'Although Sub-section (2) of Section 9 of the Hindu Marriage Act confines pleas in defence only to those grounds which can be taken under Sections 10, 12 and 13 of the Act, Sub-section (1) itself lays down certain conditions which must be fulfilled before a decree can be granted. It will have to be seen firstly whether the husband or wife, as the case may be, has withdrawn from the society of the other without reasonable cause. The second requirement is that the court must be satisfied of the truth of the statements made in such a petition. Thirdly, there should be no legal ground why the relief should not be granted.
The first requirement seems to incorporate the rule accepted in English law that while granting restitution it has to be seen whether the respondent had a reasonable cause for leaving the petitioner and the Court has discretion to refuse relief if reasonable cause exists even in the absence of matrimonial offence. The test, however, as to what constitutes reasonable cause would vary with the circumstances of each case. It will have to be applied in the changed social conditions as they obtain today and not with the rigid background of the tenets of the old texts of Manu or other Hindu Law givers.'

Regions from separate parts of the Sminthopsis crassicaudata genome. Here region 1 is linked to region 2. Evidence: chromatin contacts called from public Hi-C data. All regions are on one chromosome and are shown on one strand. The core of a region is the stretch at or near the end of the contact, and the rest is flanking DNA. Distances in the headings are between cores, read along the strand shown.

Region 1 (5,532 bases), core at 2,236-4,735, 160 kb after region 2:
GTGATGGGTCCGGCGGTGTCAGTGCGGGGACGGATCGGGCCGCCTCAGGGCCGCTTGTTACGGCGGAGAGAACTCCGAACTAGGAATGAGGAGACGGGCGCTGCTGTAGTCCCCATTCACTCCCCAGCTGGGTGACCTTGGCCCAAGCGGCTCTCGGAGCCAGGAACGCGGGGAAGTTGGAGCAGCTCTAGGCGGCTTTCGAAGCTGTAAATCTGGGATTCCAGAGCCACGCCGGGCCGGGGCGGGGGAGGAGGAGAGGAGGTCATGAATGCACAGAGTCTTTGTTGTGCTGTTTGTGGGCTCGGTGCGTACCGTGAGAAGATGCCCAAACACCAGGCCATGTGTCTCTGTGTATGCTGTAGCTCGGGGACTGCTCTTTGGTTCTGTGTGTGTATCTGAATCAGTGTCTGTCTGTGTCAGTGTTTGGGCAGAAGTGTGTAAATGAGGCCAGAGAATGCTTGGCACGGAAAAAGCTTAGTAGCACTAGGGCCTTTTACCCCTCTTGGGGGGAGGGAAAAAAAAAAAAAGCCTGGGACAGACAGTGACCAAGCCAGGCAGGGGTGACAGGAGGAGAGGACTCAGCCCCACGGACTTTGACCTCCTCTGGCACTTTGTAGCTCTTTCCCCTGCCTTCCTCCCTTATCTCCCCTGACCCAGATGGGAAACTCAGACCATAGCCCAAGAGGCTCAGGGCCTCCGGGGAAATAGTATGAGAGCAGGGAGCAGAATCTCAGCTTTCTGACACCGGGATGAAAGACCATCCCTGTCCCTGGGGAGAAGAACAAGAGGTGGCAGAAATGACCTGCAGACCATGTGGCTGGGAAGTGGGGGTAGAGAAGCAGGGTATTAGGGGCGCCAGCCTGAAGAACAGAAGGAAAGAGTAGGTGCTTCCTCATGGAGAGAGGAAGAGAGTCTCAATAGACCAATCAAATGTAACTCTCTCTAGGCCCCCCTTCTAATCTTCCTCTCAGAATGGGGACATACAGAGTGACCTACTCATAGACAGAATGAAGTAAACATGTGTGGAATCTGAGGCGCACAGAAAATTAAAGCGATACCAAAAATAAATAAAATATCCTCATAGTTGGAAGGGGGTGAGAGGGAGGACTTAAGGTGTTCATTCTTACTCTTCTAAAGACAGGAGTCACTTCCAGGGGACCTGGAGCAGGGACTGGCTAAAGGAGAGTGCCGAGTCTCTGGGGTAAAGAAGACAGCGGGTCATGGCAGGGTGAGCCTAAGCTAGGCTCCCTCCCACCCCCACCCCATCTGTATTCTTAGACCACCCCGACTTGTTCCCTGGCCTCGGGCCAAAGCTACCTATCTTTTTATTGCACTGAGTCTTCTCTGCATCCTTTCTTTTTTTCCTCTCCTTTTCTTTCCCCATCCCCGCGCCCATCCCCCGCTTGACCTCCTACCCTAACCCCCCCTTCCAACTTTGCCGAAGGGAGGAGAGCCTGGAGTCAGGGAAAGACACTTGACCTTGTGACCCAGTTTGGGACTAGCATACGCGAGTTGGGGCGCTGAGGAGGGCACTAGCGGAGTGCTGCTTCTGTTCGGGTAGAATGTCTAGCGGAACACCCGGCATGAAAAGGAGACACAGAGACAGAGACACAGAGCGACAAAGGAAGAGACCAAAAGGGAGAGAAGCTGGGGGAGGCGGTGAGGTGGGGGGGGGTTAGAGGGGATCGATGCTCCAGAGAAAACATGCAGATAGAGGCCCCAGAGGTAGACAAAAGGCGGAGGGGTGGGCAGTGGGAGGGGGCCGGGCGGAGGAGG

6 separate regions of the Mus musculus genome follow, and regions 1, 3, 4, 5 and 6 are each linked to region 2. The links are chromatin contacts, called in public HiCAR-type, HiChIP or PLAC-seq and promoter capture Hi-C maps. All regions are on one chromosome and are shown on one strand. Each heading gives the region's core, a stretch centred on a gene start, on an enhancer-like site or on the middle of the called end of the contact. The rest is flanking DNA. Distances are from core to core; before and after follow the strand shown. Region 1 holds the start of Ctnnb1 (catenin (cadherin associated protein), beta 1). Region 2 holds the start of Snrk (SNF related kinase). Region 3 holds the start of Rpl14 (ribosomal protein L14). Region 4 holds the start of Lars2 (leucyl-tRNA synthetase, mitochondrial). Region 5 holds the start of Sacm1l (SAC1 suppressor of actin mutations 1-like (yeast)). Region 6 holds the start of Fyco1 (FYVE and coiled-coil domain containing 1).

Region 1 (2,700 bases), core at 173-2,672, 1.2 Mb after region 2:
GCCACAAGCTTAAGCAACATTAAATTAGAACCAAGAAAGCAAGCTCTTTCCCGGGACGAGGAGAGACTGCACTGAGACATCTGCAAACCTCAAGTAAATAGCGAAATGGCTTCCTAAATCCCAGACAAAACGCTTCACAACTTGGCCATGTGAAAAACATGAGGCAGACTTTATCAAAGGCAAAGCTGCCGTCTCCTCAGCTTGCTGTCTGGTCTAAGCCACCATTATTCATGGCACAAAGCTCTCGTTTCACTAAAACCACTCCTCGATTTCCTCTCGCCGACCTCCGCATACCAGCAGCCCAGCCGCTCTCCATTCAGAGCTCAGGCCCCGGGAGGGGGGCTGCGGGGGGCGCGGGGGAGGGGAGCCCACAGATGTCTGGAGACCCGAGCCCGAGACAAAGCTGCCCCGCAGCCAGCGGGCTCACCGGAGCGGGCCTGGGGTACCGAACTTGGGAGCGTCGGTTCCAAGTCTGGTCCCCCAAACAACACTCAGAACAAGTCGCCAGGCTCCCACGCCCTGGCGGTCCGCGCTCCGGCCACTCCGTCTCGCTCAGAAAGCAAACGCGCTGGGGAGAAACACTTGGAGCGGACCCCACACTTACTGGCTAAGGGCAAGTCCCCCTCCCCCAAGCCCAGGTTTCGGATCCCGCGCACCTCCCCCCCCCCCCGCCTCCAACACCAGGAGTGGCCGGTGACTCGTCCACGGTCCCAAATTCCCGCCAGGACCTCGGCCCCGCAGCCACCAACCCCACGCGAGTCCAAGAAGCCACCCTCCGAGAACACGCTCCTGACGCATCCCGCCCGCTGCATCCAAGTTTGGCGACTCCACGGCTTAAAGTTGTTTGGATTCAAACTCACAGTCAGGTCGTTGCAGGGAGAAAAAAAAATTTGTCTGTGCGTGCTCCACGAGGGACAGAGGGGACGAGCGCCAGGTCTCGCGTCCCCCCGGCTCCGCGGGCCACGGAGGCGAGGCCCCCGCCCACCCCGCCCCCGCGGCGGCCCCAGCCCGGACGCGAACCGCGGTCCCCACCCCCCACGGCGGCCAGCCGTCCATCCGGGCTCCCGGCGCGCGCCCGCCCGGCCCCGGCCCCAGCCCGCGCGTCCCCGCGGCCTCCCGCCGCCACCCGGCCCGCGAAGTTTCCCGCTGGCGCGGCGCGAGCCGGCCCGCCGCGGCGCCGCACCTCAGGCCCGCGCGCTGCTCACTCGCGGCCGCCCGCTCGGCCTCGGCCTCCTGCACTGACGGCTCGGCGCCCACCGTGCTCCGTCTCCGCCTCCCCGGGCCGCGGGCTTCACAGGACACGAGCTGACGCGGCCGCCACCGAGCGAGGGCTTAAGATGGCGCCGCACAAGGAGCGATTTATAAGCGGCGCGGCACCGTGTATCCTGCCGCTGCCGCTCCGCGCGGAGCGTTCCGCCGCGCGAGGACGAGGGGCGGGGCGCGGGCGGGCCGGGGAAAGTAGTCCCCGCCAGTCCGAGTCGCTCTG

Therefore, even where the answering spouse is not able to establish the legal grounds raised by him or her, the petitioning spouse has nevertheless to satisfy the Court that the answering spouse has denied the conjugal rights without a reasonable excuse.
7. To the same effect is a Division Bench judgment of the Calcutta High Court reported as Sm. Rebarani v. Ashit, AIR 1965 Cal 162. In that case the husband filed the petition for restitution of conjugal rights. It was held that the onus of proof was on the petitioner and the petitioner could not succeed merely because wife's defences had not been established.